‘Because the land is level it need not be supposed that it is ugly; on the contrary there is a charm in the expansiveness of the landscapes which the natives sadly miss when they are obliged to live in a hilly country where the horizon is always close at hand and the sky is much limited. To the visitor, as a rule, it is the great cloudscapes and the vastness of the dome of heaven of the Fens which makes the greatest appeal, for one is able to see the most astonishing groupings of shadow-filled cumulus clouds when the wind is bringing the great creamy-white masses across the deep azure of the zenith.’

Gordon Home, Through the Chilterns to the Fens (1925)

Links

Replacing the irreplaceable

Tony Leonard

The stone that Tony Leonard was holding had taken him a couple of days to carve. It’s called a ‘springer’ because from it spring the intricate lines that make up the tracery of a gothic window. The next time I pass St Botolph’s church in Boston, it will be in place, white and crisp looking, compared to those around it. In a few year’s time, it will have weathered and softened: only an expert eye will be able to distinguish the new stone from the old.

Tony and his brother Phil have been stonemasons at the Boston Stump for 34 years. A job they began in 1980 – a few months after Margaret Thatcher became Prime Minister – has gone on and on, as funds have been raised and new repairs identified. They can see their work throughout the building, from the tower downwards: the south window on which they are working today is just the latest in a very long line of projects.

Next year, Tony and Phil will make the long journey from Nottingham, where they live, to Boston for the last time. They will retire and the church administrators will have to find a new way to manage the everyday conservation of the building. It will not be easy.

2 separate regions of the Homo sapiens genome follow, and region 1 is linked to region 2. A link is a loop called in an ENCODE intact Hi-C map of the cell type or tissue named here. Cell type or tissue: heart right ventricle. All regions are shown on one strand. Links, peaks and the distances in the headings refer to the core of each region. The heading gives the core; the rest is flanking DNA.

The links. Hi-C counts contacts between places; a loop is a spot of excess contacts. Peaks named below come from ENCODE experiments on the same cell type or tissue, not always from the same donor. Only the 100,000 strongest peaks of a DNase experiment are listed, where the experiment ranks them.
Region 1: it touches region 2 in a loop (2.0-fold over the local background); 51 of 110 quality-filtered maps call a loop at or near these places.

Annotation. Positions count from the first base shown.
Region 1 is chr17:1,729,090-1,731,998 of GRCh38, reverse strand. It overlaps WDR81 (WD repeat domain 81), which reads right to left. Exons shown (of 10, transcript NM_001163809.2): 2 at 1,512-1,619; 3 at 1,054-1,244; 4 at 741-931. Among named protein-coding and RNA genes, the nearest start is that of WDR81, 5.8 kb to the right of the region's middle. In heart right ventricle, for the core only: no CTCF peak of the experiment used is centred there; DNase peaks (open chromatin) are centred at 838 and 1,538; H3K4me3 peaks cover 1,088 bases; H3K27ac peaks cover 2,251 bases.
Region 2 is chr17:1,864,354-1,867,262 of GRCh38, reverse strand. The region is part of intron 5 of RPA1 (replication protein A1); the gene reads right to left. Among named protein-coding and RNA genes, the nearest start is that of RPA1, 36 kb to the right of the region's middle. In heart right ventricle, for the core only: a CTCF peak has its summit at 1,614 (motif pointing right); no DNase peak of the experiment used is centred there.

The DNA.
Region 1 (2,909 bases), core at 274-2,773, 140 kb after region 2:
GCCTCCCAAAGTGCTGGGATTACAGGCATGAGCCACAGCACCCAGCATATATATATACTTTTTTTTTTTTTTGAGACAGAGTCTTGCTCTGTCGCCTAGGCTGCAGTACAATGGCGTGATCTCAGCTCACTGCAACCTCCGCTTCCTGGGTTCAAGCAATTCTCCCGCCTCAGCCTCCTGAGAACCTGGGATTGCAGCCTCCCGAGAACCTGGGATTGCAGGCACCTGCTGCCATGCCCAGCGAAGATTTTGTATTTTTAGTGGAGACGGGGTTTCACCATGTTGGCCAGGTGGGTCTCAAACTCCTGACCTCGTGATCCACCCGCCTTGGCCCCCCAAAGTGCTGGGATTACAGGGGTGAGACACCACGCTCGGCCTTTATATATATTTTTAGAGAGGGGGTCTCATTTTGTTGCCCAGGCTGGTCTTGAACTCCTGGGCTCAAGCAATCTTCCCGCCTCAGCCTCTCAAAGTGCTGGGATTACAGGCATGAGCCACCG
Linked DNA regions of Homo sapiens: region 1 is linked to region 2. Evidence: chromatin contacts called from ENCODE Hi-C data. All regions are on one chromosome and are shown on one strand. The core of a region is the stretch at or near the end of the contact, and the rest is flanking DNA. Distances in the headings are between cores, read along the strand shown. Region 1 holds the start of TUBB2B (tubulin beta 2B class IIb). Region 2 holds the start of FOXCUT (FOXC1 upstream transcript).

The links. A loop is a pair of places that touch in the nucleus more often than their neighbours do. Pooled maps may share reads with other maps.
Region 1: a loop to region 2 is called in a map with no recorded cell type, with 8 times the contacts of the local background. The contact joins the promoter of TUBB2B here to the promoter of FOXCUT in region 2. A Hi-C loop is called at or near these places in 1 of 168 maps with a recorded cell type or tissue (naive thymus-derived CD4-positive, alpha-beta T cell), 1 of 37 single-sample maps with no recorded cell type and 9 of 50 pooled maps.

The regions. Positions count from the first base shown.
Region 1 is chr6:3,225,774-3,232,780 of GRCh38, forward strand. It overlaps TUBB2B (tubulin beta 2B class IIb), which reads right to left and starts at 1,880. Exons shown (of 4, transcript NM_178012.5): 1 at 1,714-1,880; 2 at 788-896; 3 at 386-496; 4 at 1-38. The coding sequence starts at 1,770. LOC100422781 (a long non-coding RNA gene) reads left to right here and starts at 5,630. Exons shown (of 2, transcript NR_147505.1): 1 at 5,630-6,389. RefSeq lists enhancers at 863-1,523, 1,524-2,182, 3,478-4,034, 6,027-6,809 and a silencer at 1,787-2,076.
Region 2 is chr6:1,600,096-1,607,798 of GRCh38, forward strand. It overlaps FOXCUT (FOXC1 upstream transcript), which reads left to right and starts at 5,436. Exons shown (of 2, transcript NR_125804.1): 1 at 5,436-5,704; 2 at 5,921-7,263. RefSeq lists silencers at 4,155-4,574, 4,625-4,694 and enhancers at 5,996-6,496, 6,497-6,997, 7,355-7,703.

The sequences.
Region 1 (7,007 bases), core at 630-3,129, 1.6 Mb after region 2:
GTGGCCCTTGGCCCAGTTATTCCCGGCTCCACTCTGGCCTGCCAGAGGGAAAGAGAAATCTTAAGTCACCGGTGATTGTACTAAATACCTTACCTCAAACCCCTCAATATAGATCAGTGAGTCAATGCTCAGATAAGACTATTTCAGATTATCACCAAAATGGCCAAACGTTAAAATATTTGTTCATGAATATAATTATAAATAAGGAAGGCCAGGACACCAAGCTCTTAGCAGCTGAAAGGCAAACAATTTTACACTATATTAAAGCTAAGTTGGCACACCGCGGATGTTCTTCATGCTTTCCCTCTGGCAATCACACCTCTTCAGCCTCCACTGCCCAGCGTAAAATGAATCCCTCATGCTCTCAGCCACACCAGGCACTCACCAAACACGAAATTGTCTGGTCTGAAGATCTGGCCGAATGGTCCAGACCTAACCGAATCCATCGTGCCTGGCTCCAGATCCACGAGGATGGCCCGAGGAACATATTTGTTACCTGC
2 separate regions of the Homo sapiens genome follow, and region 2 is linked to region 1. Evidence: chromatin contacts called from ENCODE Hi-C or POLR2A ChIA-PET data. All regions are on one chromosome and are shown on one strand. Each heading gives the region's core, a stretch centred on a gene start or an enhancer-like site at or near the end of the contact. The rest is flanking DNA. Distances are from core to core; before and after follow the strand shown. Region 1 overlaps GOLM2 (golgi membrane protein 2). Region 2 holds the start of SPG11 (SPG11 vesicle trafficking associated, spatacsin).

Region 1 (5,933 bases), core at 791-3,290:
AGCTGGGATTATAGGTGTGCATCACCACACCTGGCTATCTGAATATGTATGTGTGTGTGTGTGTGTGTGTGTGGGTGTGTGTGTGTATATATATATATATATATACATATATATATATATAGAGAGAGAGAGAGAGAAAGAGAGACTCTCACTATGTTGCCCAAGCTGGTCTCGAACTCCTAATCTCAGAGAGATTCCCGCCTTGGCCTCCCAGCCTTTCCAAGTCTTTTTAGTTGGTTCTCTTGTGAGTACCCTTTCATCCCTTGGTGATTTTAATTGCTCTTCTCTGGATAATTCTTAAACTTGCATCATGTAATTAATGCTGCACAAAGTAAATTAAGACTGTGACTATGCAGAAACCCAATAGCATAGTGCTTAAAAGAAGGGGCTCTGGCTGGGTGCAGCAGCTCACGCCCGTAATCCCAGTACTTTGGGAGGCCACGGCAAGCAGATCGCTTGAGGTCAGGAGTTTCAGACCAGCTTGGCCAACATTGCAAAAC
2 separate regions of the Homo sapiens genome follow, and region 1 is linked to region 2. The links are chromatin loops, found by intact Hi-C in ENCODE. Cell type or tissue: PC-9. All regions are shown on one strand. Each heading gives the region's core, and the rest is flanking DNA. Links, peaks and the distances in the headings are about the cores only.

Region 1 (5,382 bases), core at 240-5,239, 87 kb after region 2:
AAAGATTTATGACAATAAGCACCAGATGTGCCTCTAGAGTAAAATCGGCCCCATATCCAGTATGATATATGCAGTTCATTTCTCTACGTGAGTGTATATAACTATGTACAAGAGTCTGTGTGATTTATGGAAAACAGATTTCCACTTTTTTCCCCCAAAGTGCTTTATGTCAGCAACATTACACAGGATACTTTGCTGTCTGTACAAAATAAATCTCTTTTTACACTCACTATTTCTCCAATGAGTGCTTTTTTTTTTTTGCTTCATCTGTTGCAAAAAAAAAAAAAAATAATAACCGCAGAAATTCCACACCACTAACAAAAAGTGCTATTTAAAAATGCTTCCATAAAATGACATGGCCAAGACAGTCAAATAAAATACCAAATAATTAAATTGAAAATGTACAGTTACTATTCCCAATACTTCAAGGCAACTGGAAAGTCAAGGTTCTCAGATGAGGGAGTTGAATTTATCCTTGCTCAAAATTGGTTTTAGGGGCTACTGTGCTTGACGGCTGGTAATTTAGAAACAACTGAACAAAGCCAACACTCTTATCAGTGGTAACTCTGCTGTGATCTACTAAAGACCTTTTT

In some ways Phil and Tony Leonard must know this church better than anyone alive, through the daily task of handling it. Their knowledge is experiential, not intellectual, held in muscles and fingertips. It can’t be written down for someone else to read: it can only got by doing. That’s why stonemasons have traditionally learned their craft through apprenticeship, learning from those who have travelled the same paths before them.

It will not be easy to replace these craftsmen and their knowledge but, one way or another, it will be done. The church has stood for over 700 years. It has been made and remade by numberless hands over that time. Everything about them has passed away except the work they did. The first person to be buried in the crypt of St Paul’s Cathedral, in London, was its architect, Sir Christopher Wren. On the wall beside his tomb is a tablet inscribed with the Latin words:

Lector, si monumentum requiris, circumspice’

Reader, if you seek his monument, look around you

The same could be said for all those who have laboured by hand and mind and heart to build and maintain their churches for each succeeding generation.

Workmen removing the bells from St Botolp's during the 1932 restoration of the tower.
Workmen removing the bells from St Botolp’s during the 1932 restoration of the tower.

Links